New Charges Announced in Alleged Panhandle Public Corruption Case

Posted on March 20, 2021 by Staff reports

Two more people have been arrested in an ongoing case of alleged public corruption in the City of Lynn Haven, located in Bay County. Additionally, the former mayor now faces additional charges.

A new 44-count federal grand jury indictment announced March 16 supersedes an August 2020 indictment, which resulted in charges against former Mayor Margo Deal Anderson and former City Attorney Joseph Adam Albritton for devising a scheme to defraud the city and its citizens of their right to honest services, alleging both former officials solicited and received bribes or kickbacks from City projects that they approved.

The new indictment alleges David James Finch, 70, a Lynn Haven developer, and Antonium Genzarra Barnes, 55, a former Lynn Haven City Commissioner, also conspired with Anderson and Albritton, to ensure numerous multi-million dollar contracts for infrastructure and construction projects and post-Hurricane Michael debris clean-up activities were awarded to Finch.

In return, Finch allegedly provided Barnes with a $45,000 loan, which wasn’t repaid. Anderson and her husband allegedly received travel in a private airplane, lodging aboard a private yacht, meals and entertainment and, in February 2018, a $106,000 motorhome. 

Additionally, the new indictment details how Anderson allegedly helped Finch win multiple multimillion-dollar contracts with the city by:

  • halting progress on plans to permit a city-owned site for disposal of Hurricane Michael vegetative debris, directing the City Manager to use Finch’s company, resulting in disposal fees in excess of $2 million to Finch;
  • signing an August 2017 agreement known as the “½ Cent Infrastructure Surtax Design/Build Contract” with Finch’s construction company, making it the contractor or vendor for $5.6 million in projects – without bid procedures;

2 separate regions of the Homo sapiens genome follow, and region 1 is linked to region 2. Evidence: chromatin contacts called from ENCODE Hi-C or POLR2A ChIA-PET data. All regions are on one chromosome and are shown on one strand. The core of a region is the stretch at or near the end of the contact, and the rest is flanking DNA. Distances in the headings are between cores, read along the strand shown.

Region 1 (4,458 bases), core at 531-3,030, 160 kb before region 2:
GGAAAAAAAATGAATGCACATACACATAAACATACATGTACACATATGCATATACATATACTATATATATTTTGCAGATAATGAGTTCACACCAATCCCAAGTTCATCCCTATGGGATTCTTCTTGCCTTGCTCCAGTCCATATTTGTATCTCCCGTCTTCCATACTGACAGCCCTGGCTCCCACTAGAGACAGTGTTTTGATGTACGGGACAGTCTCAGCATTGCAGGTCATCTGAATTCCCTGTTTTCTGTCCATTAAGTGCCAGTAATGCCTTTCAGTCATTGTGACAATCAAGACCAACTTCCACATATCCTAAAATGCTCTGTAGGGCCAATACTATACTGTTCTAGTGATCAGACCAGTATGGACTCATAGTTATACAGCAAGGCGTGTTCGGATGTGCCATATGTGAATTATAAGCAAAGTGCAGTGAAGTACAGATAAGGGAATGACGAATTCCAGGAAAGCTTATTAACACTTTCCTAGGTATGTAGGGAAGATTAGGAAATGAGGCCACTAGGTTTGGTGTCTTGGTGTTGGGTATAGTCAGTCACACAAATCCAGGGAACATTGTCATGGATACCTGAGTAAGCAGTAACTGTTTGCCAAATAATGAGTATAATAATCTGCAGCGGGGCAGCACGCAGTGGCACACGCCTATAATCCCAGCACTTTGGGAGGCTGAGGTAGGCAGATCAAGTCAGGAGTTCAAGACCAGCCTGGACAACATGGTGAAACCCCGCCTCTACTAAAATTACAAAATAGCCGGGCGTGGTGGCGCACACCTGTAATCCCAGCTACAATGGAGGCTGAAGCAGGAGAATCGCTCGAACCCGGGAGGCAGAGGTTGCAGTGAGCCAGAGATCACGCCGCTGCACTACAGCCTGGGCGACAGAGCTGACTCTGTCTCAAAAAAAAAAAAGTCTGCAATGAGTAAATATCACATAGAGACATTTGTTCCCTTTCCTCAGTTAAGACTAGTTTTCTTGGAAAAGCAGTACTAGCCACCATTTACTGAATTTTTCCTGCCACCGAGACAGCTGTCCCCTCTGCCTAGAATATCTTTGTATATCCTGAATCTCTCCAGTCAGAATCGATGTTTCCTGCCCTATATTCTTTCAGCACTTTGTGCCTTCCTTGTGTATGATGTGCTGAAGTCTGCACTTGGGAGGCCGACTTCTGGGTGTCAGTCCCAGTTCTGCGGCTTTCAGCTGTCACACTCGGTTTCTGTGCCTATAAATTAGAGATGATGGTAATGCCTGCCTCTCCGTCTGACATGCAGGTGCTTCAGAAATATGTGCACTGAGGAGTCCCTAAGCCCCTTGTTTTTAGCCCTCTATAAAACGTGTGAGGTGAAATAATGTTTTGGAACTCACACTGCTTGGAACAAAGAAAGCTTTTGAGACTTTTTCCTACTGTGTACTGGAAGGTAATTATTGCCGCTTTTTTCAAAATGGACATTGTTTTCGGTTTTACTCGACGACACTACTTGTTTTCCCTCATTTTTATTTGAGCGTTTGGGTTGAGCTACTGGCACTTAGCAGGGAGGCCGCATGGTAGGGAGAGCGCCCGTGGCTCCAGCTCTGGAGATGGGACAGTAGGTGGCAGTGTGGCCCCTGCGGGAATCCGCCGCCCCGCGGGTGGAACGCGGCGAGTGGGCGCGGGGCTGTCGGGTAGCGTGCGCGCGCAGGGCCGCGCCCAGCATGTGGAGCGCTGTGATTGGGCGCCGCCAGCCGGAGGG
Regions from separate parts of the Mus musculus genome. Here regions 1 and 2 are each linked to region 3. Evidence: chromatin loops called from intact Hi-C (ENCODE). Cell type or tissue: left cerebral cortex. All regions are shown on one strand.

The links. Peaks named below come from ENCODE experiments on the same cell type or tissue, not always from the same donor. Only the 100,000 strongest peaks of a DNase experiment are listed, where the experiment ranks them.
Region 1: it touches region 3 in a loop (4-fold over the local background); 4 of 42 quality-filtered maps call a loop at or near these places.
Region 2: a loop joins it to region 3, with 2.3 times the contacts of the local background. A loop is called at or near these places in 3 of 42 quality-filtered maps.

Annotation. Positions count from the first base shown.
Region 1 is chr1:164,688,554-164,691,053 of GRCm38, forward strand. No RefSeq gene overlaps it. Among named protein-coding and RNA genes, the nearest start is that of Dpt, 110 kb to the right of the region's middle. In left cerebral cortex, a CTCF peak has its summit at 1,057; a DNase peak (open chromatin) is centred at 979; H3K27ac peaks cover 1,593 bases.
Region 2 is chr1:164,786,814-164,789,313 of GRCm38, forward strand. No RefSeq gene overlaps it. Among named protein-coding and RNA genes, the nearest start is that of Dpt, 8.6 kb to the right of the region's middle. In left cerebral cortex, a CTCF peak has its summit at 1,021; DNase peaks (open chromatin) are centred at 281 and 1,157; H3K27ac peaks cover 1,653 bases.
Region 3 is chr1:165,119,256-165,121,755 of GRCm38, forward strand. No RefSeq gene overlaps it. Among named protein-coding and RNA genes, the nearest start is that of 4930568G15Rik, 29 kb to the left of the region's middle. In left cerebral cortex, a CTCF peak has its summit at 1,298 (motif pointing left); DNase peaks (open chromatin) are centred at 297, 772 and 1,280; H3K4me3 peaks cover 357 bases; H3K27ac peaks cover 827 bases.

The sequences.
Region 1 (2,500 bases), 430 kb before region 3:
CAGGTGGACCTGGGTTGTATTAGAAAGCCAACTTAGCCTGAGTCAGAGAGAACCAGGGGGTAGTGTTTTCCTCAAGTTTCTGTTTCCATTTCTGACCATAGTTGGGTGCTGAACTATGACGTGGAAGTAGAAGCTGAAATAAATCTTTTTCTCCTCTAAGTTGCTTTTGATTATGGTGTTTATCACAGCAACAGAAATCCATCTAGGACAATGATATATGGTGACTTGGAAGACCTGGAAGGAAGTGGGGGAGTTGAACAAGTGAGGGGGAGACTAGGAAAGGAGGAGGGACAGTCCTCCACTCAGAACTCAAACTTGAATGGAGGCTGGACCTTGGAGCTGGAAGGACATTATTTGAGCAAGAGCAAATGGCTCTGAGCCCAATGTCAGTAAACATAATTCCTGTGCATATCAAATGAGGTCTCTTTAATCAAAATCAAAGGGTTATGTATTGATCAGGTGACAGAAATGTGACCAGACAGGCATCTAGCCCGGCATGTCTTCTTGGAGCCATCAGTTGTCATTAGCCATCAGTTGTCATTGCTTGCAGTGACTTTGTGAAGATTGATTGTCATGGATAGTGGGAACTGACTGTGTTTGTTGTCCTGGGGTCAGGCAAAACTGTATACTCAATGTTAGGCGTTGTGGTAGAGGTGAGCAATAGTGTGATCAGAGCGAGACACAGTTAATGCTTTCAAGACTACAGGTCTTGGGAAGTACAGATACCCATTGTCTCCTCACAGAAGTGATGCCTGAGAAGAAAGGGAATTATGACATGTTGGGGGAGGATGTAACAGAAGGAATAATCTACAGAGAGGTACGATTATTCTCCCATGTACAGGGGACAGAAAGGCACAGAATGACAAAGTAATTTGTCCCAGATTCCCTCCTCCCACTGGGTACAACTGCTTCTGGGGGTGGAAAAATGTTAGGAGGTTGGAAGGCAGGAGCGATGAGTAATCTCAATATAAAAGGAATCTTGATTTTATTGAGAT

• signing a 30-year promissory note, obligating the city to pay Finch the principal amount of the note, plus millions of dollars in interest;
  • attempting to thwart a pre-existing rebuilding plan, which would have been predominantly funded by FEMA and insurance, having Finch handle it instead for $15 million, most of which the city would have to finance since FEMA would not approve his design/build proposal.

The superseding indictment also charges Finch with making false statements and submitting false documents to the FBI concerning the terms of the motorhome transfer to Anderson and her husband.

If convicted, Anderson, Albritton, Finch, and Barnes each face prison terms of up to 20 years for conspiracy to commit wire fraud and honest services fraud, substantive wire fraud and honest services fraud, and mail fraud. Anderson and Albritton also face up to 10 years for theft concerning programs receiving federal funds. Both Anderson and Finch face an additional 5 years if convicted for making false statements to federal agents. Albritton also faces a maximum of 20 years for submitting a false invoice to an insurance company.

The August 2020 and March 2021 indictments are follow-ups to the initial indictment returned in November 2019 of five defendants, including former Lynn Haven City Manager Michael White, former Lynn Haven Community Services Director David Horton, and Erosion Control Specialists owner David White related to post-Hurricane Michael clean-up conspiracies. All five of the defendants pled guilty to the initial indictment and are awaiting sentencing.

An indictment is merely an allegation by a grand jury that a defendant has committed a violation of federal criminal law and is not evidence of guilt. All defendants are presumed innocent and entitled to a fair trial, during which it will be the government’s burden to prove guilt beyond a reasonable doubt.